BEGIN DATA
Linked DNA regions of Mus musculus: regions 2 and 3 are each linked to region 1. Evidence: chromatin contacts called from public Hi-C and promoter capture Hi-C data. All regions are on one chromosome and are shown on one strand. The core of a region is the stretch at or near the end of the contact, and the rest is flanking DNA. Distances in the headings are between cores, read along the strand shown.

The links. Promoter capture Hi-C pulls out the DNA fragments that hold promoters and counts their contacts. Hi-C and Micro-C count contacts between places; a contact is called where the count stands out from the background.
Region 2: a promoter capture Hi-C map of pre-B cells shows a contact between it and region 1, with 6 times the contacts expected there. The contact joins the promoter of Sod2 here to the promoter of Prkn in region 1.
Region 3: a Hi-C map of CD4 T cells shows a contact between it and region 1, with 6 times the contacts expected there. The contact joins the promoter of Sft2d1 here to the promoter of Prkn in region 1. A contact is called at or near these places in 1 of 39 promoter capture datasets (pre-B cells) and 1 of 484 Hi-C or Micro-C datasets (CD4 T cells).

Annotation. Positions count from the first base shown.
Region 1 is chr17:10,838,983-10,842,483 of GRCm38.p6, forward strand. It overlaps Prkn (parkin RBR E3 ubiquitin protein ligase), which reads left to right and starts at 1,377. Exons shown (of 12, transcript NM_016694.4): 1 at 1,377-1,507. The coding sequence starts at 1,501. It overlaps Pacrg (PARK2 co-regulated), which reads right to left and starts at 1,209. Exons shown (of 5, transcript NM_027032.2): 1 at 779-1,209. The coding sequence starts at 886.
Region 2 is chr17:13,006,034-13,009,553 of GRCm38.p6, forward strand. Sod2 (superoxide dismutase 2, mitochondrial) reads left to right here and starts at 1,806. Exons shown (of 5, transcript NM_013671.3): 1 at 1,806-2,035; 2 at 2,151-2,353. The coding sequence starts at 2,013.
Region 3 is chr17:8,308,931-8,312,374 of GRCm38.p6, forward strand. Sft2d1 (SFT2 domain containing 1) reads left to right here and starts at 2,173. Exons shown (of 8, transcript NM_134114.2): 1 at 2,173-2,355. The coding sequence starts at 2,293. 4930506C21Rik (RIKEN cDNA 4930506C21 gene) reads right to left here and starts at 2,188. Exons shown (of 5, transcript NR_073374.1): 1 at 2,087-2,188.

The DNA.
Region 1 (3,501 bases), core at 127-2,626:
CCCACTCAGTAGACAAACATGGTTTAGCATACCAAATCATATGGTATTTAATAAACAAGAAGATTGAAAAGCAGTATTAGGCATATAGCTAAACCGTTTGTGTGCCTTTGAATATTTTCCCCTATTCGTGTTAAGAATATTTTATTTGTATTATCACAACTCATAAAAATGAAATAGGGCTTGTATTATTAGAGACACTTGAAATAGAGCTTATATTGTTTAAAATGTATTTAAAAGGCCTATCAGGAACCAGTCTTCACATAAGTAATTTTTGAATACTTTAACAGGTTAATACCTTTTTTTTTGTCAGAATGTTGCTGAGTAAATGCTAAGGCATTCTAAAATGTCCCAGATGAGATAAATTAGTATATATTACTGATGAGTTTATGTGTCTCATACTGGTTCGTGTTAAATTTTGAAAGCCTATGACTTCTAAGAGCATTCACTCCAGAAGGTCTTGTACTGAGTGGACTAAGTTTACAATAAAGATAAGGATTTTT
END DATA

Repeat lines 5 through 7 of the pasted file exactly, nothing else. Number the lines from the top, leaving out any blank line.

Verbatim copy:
Annotation. Positions count from the first base shown.
Region 1 is chr17:10,838,983-10,842,483 of GRCm38.p6, forward strand. It overlaps Prkn (parkin RBR E3 ubiquitin protein ligase), which reads left to right and starts at 1,377. Exons shown (of 12, transcript NM_016694.4): 1 at 1,377-1,507. The coding sequence starts at 1,501. It overlaps Pacrg (PARK2 co-regulated), which reads right to left and starts at 1,209. Exons shown (of 5, transcript NM_027032.2): 1 at 779-1,209. The coding sequence starts at 886.
Region 2 is chr17:13,006,034-13,009,553 of GRCm38.p6, forward strand. Sod2 (superoxide dismutase 2, mitochondrial) reads left to right here and starts at 1,806. Exons shown (of 5, transcript NM_013671.3): 1 at 1,806-2,035; 2 at 2,151-2,353. The coding sequence starts at 2,013.